"Billy, Billy are you up already" Del asked softly. Though no one else was in the ol' cabin she still whispered in the early mornin'.

"Yes, Darlin'. Storms a'comin'. I need to get ol' Sue milked." he answered.

"Get what eggs is our there too. That way I won't have to go out in the rain. You want me to start fixin' breakfast early?"

"Nah." he said, "Stay right there in that bed for a while. I'll milk an gather the eggs. Them hens won't be out in the yard this mornin' either. I'll feed them in the hen house. I reckon their layin' might be off if'n it storms hard."

"Yes, I'd imagine so. You sure you don't want me to cook you some breakfast now?"

"Lands no, Sweet Darlin'. I'd get my belly full an' never get the milkin' done. You jest lay there an' get a little shut eye. I'm thinkin' I'll brush ol' Joe this mornin'. He'll be wantin' out an' I don't want him a'boltin' when it commences to thunderin'."

"Alright, Billy. Maybe just for a few more minutes. I wouldn't mind dozin' a bit longer." She said as she laid back onto her feather pillow. "Don't let that dang mule kick you, you hear me?"

"Yes mam." he chuckled. Joe was a little ornery an' didn't like thunder one bit. He kicked through his stall more than once durin' storms.

Uncle Billy worried about Aunt Del right smart these days. She was awful frail an' just didn't bounce back when she was sick. "I'll be back in later. I expect I'll bring the milk in in a bit an' then back to feed the chickens an' brush Joe."

He sat down to put his boots on an' tie them up tight.  He called Ol' Dog who was layin' by Uncle Billy's easy chair. Ol' Dog had been watchin' an' waitin' for that call. His ol' tail started thumpin' the floor an' he stood up an' bounced over to the door. Ol' Dog would get breakfast when Uncle Billy did. While Uncle Billy milked an' saw to his other chores,

Ol' Dog would make his rounds, inspectin' the farm for any sign of foxes, coons or possums. If he sniffed up trouble he might disappear for most of the mornin', wanderin' back when he finally gave up his hunt.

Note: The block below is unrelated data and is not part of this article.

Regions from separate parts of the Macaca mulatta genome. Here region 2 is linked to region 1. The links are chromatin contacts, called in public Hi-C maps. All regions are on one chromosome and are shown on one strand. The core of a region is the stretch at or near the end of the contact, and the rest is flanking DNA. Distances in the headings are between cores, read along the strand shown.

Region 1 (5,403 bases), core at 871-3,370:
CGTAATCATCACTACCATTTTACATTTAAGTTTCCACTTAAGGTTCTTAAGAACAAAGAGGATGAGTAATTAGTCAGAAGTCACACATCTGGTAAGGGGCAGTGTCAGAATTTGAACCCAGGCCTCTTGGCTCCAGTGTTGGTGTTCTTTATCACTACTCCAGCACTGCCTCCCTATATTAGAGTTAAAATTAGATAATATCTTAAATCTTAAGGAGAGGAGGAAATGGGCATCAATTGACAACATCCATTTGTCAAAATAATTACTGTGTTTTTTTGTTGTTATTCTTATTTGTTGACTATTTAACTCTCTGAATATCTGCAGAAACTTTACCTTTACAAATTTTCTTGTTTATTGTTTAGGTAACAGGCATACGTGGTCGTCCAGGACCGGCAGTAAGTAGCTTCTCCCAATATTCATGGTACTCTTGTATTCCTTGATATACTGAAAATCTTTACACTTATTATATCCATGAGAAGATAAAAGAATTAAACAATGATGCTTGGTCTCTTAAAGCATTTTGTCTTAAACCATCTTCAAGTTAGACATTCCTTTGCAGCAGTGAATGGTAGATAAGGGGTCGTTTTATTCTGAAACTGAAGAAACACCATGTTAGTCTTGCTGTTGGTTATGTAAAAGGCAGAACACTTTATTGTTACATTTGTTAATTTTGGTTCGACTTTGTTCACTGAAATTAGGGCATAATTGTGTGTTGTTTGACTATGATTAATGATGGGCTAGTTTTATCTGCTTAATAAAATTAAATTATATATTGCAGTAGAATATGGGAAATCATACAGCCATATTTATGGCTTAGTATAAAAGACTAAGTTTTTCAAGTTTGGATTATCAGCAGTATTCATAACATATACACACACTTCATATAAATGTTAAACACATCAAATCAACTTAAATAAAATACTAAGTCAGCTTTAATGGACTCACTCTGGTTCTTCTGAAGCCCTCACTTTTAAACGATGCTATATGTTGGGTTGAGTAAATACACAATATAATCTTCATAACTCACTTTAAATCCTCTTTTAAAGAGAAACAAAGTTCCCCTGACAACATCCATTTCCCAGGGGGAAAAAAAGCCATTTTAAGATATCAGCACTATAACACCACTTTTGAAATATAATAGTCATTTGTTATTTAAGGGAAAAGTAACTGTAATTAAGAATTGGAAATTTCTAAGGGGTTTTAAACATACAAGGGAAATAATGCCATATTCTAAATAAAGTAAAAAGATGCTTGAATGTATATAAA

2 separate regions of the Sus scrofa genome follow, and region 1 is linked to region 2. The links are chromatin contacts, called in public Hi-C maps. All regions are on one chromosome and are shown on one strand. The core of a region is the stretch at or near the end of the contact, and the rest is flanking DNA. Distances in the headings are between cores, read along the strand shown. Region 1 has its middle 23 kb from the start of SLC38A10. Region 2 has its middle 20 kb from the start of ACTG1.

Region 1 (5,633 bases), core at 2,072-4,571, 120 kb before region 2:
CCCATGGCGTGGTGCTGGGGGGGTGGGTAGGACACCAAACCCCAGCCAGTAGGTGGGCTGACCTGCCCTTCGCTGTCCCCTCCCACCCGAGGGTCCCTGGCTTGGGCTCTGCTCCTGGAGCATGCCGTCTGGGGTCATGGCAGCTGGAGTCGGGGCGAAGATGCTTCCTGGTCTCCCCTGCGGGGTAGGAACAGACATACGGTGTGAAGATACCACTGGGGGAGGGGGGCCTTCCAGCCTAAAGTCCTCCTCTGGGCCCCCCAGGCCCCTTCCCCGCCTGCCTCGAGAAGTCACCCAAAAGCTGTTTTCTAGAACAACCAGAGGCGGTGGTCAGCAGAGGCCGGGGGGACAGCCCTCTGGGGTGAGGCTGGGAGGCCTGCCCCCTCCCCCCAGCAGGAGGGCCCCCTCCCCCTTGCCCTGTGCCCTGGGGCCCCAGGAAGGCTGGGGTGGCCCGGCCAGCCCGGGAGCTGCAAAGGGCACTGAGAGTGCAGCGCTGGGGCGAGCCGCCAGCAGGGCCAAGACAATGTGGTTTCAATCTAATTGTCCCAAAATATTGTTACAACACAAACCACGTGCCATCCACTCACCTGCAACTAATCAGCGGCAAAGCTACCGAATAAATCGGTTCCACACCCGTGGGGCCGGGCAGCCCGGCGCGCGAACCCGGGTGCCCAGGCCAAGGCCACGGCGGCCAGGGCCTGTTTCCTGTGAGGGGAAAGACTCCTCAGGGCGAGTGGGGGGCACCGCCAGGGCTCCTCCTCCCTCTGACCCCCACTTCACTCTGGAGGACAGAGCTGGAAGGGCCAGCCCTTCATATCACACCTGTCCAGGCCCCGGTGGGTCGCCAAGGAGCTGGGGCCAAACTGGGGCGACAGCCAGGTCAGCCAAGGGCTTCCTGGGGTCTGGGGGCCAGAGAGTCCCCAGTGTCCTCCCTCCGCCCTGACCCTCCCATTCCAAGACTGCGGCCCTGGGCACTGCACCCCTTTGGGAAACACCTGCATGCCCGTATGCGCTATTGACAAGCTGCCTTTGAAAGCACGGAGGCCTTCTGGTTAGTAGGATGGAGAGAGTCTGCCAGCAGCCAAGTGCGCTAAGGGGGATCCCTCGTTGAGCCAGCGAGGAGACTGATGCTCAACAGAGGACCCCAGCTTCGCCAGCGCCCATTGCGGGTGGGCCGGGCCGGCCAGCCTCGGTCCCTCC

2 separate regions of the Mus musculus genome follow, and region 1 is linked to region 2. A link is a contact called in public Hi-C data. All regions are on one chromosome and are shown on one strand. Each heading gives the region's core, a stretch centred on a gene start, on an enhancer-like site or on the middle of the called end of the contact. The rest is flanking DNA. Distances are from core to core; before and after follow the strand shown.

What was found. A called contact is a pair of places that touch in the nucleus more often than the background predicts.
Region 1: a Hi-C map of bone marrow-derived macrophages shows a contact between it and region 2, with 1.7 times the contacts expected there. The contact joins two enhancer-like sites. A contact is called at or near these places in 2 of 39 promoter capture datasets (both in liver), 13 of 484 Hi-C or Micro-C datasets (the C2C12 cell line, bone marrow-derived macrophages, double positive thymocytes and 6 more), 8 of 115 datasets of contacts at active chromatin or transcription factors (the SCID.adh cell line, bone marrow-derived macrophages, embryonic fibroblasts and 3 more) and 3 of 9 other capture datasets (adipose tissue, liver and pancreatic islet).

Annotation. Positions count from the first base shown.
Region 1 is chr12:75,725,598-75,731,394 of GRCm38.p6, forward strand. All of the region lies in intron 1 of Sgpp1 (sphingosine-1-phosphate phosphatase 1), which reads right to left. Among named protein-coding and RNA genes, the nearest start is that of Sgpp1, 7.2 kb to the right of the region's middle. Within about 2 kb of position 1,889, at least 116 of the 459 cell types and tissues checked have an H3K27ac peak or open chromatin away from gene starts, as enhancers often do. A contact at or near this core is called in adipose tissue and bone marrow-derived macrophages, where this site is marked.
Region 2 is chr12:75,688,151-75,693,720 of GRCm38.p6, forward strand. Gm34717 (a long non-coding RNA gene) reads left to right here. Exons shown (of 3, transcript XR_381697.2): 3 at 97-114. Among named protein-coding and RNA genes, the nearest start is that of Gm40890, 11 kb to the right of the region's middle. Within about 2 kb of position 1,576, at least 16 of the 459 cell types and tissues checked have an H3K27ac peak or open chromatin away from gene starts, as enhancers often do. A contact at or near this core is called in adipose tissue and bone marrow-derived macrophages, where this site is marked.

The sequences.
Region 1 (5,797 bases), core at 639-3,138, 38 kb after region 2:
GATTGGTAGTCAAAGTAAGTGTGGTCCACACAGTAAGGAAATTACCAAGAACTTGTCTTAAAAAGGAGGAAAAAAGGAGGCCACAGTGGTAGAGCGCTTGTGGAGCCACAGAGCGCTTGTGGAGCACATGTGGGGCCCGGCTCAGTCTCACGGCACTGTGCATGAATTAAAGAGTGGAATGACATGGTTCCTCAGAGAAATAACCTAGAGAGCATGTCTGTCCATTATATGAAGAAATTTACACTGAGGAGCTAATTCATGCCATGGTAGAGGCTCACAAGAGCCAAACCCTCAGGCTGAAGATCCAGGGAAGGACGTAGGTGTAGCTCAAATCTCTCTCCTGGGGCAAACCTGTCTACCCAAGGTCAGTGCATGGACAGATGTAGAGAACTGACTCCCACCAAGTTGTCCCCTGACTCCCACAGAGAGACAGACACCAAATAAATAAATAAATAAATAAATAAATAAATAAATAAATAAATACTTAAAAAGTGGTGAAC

When the door opened Ol' Dog ran out to the barn, Uncle Billy followed a good but slower, milk bucket in hand. Sue heard him as he headed for the barn an' let out a low beller, lettin' him know she had been waitin' what must seem like forever to a milk cow.

"Hold on Sue. I'm a'comin'. I'm a'comin'. He grinned as he walked into the barn, opened her stall an' let her out to the center of the barn. She walked over too the manger on the side wall an' waited as he filled it with silage. She started eatin' slowly an' turned her head to watch as Uncle Billy picked up his milk stool an' positioned it an' the milk bucket. He had filled another bucket with water an' carefully washed Sue's udder before he started to milk. With practiced care he leaned his head onto Sue's side an' began to fill the bucket. Warm streams of creamy milk squirted into the bucket. The smell of the barn, warm milk an' ol' Sue warmed his heart.

Sue was part Jersey an' had lots of cream in her milk. Aunt Del made butter several times a week an' had Uncle Billy take her around to sell her butter up an' down several hollers. She would churn it an' then mold it in one of her butter molds. Hard to believe but some folks didn't milk anymore an' even bought that nasty white margarine that had to be squished around with the yellow colorin' to get it to even look like butter. Give him real butter any day.